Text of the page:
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Disability: Football Stadiums

Volume 774: debated on Thursday 13 October 2016


Asked by

To ask Her Majesty’s Government what steps they are taking to ensure that the Football Association Premier League fulfils its commitment to make all its clubs comply with the accessible stadia guidance by August 2017.

My Lords, I beg leave to ask the Question standing in my name on the Order Paper, and in doing so I declare an interest as vice-president of the charity Level Playing Field.

My Lords, the Equality and Human Rights Commission is monitoring progress against the pledge made by Premier League member clubs to comply with the accessible stadia guidance, and has asked for regular reports on progress from the Premier League. The EHRC will write to each club to ensure that it does not renege on its commitment. If insufficient progress has been made, the EHRC will consider using its legal powers to ensure that clubs comply with their legal duties.

My Lords, I thank the Minister for that helpful reply and I welcome his reference to the involvement of the EHRC. On 10 September 2015, partly in response to pressure from this House, the Premier League issued an unequivocal statement which said:

“All Premier League Clubs have agreed to make their stadiums compliant with the Accessible Stadia Guide by August 2017”.

This summer, Premier League clubs spent more than £1 billion on transfer payments for players and the league as a whole sold its television rights for a record £5.14 billion. That is more than £10 million a match. Can the Minister think of any possible reason why the clubs should miss the deadline they imposed on themselves, as clearly shortage of money is not a factor?

My Lords, does the Minister agree that whatever happens now, the point at which we should be asking and suggesting has long since passed? We should actually be telling, and relying on an independent body to take legal action without government backing may not be sufficient to tell loudly enough.

My Lords, the Premier League made a commitment, and that commitment, as the noble Lord, Lord Faulkner, said, goes only to 2017. The Premier League will make a detailed report in January and we expect it to comply with its promises. That is the best way forward at the moment.

My Lords, will my noble friend undertake that, given the importance of this issue, if that January report shows any clubs not complying with the commitment, legal action will be taken against them and/or against the Premier League to demonstrate how important this issue is and how seriously it should be taken?

Of course. I repeat that it is the Government’s view that this is very important, not least because it is their legal duty under the Equality Act 2010. Under that Act, the EHRC has been given the authority and duty to do that, and it would be up to it to abide by its responsibility in this matter.

My Lords, the EHRC, although it is doing a good job, is not the only player in the game—excuse the pun; we were up late last night. The Minister and I were here until long after you guys had left. Premier League clubs of course have to obtain a licence to operate on their present premises. Why do the Government not insist that licences will not be awarded if clubs continue to be in default of their obligations under the accessible stadia guidance?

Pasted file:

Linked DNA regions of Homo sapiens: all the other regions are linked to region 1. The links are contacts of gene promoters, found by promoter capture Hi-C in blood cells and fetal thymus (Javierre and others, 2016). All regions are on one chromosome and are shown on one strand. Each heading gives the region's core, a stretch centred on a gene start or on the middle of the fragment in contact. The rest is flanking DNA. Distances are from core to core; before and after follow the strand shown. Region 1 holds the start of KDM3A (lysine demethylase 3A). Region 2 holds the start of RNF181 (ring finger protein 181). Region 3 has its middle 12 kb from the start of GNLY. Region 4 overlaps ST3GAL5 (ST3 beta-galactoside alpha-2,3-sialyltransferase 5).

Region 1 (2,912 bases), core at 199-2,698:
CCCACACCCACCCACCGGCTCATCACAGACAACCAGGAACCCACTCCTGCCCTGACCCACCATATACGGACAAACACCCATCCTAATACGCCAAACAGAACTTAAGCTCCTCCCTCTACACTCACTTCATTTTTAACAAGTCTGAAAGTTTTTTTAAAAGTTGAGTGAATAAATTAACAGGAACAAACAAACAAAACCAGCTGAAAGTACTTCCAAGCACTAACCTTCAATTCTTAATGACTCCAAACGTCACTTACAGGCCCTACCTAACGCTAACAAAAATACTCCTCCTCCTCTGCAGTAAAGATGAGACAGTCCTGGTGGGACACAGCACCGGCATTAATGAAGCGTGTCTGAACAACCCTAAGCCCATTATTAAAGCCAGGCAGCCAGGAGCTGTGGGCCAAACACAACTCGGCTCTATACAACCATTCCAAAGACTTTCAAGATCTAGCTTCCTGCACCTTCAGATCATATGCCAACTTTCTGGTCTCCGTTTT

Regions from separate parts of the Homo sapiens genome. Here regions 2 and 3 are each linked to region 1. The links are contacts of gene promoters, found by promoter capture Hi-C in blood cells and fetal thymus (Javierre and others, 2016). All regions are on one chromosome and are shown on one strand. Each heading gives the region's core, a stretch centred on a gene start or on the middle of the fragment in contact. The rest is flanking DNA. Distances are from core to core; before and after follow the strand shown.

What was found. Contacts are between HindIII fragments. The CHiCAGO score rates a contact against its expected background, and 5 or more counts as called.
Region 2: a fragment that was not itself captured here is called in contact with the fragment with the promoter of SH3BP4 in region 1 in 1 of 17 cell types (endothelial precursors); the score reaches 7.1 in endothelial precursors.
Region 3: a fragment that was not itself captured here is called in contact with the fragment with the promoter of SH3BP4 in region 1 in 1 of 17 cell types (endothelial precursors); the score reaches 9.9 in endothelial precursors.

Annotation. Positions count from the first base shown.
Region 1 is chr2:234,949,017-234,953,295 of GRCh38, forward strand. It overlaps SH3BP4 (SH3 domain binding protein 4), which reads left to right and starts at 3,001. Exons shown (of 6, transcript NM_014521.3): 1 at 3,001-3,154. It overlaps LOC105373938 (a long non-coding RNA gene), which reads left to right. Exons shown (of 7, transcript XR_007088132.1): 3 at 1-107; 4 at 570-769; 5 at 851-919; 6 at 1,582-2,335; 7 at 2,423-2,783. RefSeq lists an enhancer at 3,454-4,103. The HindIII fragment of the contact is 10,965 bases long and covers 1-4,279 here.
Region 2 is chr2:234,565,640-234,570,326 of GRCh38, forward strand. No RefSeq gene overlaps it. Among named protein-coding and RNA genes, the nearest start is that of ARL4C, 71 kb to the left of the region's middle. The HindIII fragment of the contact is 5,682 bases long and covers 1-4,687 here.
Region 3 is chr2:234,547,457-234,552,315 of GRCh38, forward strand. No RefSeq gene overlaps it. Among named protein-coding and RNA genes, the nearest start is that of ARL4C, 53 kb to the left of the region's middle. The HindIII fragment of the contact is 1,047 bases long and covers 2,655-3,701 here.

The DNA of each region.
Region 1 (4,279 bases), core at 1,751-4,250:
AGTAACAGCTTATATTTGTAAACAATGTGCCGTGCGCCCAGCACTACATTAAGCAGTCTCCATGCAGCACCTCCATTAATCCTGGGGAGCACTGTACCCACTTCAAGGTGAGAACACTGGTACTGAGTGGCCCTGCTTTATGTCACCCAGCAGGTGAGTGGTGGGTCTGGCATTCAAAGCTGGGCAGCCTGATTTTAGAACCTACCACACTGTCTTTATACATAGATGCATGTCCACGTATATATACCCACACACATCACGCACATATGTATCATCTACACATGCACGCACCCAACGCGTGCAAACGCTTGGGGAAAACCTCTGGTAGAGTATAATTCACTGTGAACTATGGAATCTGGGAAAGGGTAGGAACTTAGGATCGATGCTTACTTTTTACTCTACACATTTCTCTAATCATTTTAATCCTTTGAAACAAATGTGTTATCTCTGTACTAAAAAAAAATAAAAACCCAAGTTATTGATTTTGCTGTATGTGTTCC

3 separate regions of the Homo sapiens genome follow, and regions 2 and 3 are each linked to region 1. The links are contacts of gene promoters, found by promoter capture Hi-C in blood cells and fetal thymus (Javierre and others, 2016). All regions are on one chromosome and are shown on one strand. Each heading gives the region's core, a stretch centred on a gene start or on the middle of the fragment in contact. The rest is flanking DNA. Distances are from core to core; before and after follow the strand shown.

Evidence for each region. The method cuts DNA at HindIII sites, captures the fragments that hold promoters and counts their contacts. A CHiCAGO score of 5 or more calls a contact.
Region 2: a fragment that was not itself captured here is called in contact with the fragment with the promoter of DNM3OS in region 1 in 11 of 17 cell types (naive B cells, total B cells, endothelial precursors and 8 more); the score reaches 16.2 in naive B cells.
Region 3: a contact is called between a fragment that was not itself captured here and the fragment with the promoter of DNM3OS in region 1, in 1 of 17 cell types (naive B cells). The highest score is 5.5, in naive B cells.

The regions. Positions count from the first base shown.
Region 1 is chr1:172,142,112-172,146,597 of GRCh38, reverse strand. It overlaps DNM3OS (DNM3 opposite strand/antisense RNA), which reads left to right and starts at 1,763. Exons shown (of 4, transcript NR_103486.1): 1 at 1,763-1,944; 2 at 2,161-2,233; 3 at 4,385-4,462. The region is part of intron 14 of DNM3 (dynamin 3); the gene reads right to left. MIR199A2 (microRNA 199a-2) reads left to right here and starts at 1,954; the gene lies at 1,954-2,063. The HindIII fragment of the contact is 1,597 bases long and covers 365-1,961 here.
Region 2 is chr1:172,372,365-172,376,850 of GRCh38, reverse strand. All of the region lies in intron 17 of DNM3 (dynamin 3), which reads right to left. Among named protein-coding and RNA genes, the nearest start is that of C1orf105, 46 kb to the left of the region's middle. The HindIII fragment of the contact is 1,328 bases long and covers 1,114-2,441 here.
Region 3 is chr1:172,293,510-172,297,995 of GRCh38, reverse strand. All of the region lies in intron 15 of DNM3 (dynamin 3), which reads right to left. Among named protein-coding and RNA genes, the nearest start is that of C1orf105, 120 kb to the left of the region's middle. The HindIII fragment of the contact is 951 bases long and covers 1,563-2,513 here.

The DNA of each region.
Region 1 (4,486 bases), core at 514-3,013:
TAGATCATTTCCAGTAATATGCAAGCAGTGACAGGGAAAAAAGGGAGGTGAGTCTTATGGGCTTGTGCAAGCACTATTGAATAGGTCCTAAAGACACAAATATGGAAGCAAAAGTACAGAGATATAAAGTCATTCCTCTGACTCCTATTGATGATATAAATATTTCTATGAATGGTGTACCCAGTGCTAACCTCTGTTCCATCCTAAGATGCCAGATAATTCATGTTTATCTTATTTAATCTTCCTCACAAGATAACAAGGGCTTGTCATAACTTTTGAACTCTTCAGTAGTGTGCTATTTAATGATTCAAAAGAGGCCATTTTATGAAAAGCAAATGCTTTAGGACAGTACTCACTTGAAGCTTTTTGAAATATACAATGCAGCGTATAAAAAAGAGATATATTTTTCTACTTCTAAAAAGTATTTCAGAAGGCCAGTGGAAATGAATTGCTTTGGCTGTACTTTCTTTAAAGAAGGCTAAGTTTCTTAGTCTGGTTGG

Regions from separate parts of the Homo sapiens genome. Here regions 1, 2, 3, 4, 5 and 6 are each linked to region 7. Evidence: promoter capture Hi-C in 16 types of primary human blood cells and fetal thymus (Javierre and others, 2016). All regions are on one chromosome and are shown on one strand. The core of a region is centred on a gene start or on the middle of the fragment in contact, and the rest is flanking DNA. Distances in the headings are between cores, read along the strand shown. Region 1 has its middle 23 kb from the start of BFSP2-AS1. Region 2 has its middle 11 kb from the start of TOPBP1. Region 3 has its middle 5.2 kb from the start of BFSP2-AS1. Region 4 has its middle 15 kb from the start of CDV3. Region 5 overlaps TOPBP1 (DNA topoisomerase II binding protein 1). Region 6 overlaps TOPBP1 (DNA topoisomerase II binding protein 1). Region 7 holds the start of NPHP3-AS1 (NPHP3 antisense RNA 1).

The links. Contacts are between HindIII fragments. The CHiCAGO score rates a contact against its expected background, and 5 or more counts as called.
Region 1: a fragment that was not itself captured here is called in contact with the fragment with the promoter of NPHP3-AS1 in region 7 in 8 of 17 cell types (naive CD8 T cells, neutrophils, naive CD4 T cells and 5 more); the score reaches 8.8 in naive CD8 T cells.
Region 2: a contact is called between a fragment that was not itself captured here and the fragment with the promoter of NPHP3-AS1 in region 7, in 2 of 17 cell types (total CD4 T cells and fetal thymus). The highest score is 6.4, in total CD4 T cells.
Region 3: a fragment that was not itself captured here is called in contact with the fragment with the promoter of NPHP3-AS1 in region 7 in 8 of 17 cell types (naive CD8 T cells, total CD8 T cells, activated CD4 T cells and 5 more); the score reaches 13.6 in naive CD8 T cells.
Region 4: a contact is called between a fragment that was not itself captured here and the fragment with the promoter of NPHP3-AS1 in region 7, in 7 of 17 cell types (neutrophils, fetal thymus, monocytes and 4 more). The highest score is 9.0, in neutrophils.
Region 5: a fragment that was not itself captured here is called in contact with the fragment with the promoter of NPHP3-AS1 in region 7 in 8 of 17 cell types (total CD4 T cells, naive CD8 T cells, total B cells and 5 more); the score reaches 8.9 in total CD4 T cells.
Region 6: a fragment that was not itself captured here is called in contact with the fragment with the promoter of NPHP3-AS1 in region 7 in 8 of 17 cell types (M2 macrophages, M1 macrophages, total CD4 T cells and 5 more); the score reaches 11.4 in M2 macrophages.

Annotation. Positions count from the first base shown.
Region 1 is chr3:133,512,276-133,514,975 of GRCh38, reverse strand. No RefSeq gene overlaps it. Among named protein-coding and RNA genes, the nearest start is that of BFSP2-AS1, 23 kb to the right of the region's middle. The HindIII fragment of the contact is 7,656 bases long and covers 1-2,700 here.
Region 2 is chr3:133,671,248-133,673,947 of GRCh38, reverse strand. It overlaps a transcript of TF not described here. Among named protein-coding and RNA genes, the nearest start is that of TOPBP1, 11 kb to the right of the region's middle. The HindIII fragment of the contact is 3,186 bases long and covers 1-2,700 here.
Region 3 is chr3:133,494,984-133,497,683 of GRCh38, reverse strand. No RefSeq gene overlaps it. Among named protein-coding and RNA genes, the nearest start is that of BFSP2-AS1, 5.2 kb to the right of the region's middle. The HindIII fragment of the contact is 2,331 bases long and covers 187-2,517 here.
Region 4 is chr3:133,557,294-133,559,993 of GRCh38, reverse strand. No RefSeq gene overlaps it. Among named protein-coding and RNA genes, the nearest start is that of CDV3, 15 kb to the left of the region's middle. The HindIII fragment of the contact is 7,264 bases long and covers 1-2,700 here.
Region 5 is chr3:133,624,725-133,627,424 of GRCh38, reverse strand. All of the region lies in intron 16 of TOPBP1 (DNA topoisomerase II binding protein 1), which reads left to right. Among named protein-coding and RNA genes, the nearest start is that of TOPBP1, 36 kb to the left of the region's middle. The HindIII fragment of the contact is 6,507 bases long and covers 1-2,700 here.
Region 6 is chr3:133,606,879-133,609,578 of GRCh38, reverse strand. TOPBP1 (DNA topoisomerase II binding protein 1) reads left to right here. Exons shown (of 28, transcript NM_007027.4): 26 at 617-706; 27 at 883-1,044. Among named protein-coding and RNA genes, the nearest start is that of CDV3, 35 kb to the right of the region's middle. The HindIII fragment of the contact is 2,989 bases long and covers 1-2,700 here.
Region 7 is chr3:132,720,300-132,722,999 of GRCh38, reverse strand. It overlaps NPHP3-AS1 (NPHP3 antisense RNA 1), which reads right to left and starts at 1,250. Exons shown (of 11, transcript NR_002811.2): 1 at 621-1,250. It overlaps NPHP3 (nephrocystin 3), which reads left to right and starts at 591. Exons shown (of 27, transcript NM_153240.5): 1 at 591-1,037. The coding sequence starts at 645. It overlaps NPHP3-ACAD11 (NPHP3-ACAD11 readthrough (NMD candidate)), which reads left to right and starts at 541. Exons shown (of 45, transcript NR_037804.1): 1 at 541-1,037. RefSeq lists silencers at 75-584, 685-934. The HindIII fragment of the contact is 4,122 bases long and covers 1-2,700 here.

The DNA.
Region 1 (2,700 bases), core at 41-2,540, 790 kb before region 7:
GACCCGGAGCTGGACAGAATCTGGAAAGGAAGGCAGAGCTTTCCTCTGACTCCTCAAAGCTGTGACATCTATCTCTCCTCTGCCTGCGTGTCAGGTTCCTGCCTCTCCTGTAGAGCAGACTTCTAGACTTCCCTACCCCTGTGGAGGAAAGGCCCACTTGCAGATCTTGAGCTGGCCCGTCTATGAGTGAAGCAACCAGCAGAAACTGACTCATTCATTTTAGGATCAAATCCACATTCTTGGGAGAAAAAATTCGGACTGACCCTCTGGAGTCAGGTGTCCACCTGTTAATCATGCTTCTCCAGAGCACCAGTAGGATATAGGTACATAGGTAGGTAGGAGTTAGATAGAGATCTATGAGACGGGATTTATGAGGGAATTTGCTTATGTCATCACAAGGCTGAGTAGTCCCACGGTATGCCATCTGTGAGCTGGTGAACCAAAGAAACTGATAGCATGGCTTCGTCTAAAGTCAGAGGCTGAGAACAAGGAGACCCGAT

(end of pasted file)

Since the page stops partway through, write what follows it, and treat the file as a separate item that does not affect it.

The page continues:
I think this was the subject of the Private Member’s Bill of the noble Lord, Lord Faulkner. The problem is that the statutory basis for the Sports Grounds Safety Authority did not cover this area. Parliament has decided under the Equality Act that the EHRC should be given responsibility for this. I take the noble Lord’s point, and we are very concerned about this. We are waiting anxiously to see what will happen and whether the Premier League will abide by its commitment. I assure the noble Lord that Ministers are in contact frequently with the Premier League and the English Football League on this, among other subjects.

My Lords, I declare my interest in the register. Does my noble friend agree that there is no realistic prospect of all Premier League clubs complying with the guidance by next summer? Best estimates demonstrate that probably more than one-third of clubs will still not be compliant with the guidance. Does the Minister agree that the Government and the EHRC should take another look at this because it may be the richest football league on the planet, but on disability access it is morally bankrupt?

The noble Lord speaks with experience as a commissioner of the EHRC. I was not aware of the information that he has. The Premier League has written to the DWP and the DCMS giving its half-time reports on this subject, which will be released to the Culture, Media and Sport Committee soon. As I say, we expect a more detailed report in January and we will see whether what the noble Lord has said is true then.

My Lords, I fully appreciate that it is important that Premier League clubs provide adequate facilities, but an awful lot of people watch other clubs as well that are not in the Premier League. We ought to encourage clubs in the other leagues to provide similar facilities. Does not the Minister agree? Perhaps I should declare an interest as a supporter of Brighton and Hove FC, which has some of the best facilities in the country.

I completely agree with the noble Baroness. Of course, the duty under the Equality Act applies to everyone. The English Football League wrote on 8 July to the Minister of Sport and the Minister for Disabled People setting out a plan to improve facilities, so it is doing that. I agree that other sports have a duty under the Act.